In a contest between two innocent creditors over the proceeds of shares credited to an investment account which were traceable to fraudulently obtained funds, the Supreme Court of Canada held in favour of the Bank of Montreal (“BMO”), a secured creditor. The decision should provide lenders with a degree of comfort where it is later uncovered that the assets subject to their security interest were purchased with funds obtained through fraud.
In i Trade Finance Inc. v. Bank of Montreal, the Court had to determine whether the pledge of fraudulently obtained shares granted to BMO made it bona fide purchaser for value without notice of fraud. Otherwise, i Trade Finance Inc. (“i Trade”), which had lent the defrauding party (the “Fraudster”) the funds used to purchase the shares in question, could rely on an order obtained through a civil proceeding entitling i Trade to obtain any assets traceable to the funds of which it is was defrauded (excluding assets in the hands of a bona fide purchaser for value without notice).
The Court’s reasoning that the Fraudster had rights in the shares sufficient to support the granting of a security interest to BMO hinged on the principle of contract law that fraud does not render a contract void automatically, but rather a contract tainted by fraud is voidable at the election of the party defrauded. The fraud had not yet been uncovered at the time of the pledge, so BMO was able to fit itself into the exception to the tracing order as a bona fide purchaser for value without notice as a pledgee.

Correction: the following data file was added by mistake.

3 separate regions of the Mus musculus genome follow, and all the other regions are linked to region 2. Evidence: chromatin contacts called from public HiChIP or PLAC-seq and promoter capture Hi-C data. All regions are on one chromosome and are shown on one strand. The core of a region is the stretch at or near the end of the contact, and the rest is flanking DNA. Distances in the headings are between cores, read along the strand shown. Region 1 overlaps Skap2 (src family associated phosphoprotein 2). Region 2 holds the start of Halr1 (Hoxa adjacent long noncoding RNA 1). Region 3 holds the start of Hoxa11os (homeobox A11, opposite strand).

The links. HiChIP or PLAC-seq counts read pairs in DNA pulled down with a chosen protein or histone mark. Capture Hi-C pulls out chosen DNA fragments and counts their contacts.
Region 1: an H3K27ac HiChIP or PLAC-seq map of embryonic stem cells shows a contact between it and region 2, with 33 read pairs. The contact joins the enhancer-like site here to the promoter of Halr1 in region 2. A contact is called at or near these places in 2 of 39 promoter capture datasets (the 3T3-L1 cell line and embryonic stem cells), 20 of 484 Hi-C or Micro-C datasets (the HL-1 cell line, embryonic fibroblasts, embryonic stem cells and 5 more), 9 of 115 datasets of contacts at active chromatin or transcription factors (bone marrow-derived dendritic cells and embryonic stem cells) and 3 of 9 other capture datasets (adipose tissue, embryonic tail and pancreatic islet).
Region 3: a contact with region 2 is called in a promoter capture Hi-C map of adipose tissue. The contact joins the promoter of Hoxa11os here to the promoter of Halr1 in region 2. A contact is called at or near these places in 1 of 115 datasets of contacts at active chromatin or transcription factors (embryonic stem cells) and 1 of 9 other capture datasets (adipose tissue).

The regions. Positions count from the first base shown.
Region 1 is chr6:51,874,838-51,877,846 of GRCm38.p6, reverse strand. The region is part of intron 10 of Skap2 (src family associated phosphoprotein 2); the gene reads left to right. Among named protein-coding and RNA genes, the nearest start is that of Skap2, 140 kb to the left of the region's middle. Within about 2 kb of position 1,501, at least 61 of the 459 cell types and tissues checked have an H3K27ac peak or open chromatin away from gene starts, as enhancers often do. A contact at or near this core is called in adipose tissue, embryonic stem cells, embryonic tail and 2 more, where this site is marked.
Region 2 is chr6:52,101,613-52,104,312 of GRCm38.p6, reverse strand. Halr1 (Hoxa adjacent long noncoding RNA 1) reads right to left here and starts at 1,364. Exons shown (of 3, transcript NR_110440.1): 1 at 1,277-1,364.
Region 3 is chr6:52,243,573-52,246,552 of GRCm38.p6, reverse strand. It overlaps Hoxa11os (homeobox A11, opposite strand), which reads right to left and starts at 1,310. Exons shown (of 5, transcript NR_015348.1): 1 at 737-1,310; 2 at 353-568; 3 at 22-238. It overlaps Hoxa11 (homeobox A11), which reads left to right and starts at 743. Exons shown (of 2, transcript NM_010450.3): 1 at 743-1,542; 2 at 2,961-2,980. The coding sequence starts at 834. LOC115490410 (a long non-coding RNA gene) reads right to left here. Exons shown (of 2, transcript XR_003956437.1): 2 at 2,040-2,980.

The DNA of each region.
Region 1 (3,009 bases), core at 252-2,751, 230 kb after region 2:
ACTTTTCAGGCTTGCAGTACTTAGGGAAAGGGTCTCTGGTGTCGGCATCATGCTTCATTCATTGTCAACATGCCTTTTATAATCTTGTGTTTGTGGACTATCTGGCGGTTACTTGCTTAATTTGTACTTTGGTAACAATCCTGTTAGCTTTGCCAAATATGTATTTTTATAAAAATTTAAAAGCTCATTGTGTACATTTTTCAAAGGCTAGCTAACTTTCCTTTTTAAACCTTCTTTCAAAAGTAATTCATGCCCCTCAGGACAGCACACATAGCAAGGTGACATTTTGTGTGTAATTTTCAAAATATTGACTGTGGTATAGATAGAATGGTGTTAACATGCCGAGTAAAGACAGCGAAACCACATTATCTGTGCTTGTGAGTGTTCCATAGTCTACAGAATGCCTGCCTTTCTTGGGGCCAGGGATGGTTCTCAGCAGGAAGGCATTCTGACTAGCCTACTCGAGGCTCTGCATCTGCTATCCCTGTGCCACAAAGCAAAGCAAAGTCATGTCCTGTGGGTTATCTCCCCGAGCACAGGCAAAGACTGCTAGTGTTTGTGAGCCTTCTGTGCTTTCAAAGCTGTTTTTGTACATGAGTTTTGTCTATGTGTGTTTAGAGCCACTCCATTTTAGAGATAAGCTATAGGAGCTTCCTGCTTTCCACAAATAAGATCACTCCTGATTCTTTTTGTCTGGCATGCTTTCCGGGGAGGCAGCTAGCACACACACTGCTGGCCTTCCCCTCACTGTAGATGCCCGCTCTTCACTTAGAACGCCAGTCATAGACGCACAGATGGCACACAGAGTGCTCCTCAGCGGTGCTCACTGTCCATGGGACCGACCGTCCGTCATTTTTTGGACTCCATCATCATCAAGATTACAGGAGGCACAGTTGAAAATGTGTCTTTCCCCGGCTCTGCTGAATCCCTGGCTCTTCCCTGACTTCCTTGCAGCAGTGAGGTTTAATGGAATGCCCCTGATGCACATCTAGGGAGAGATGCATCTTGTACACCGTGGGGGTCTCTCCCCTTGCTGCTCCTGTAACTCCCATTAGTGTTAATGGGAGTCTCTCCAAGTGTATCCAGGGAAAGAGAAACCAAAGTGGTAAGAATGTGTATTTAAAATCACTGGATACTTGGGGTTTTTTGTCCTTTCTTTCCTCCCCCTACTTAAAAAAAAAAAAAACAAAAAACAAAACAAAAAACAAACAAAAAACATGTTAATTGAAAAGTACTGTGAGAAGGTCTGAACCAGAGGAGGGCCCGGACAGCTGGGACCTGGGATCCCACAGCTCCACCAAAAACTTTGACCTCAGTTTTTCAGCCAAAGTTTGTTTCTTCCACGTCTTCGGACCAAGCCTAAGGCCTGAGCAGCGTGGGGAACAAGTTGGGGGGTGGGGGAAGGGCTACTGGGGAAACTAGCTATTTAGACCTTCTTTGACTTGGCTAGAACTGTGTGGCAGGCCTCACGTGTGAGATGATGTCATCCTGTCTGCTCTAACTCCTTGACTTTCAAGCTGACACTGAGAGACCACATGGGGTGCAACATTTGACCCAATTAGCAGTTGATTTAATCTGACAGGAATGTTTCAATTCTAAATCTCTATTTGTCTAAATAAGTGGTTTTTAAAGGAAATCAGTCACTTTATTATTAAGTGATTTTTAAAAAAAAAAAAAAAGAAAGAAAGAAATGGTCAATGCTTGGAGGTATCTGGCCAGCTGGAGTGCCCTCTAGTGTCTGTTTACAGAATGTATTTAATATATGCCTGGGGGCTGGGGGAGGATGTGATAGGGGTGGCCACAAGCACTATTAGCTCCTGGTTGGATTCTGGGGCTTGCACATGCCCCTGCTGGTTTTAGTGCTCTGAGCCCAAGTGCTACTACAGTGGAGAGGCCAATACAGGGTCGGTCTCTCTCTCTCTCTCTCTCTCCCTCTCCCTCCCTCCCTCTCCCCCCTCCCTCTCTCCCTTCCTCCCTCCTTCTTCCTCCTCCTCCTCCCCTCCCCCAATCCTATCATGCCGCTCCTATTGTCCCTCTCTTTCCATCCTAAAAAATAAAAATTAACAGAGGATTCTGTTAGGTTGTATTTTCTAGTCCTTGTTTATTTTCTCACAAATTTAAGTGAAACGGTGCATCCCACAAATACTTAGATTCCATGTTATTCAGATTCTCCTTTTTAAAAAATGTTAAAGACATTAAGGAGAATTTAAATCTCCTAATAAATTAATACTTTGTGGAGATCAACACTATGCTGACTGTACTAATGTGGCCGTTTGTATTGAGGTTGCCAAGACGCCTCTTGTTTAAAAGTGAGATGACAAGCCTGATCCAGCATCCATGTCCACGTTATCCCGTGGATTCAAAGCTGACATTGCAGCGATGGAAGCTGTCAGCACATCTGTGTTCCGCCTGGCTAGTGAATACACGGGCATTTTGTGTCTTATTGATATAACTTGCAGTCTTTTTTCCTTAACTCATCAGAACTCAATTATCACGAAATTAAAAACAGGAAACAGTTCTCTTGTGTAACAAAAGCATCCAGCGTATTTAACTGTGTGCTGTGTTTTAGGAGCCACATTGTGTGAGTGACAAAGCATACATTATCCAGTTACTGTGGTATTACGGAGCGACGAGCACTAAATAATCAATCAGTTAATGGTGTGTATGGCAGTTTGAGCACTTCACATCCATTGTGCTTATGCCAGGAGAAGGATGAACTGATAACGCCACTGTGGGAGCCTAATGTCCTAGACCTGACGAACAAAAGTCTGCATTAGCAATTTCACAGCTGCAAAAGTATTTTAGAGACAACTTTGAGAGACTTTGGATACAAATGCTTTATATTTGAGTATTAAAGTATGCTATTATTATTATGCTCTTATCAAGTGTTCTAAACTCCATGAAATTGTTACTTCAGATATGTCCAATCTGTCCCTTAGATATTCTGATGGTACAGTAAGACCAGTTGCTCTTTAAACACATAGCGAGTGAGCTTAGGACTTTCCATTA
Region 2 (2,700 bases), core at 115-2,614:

The reasoning in this case should be helpful where a secured creditor’s interest is challenged on the basis that the collateral was obtained through fraud. However, lenders should remain diligent. The reasoning may not extend where the fraud is uncovered before the lender’s security interest attaches to the fraudulently obtained collateral as the Fraudster must have rights in the collateral for a security interest to attach.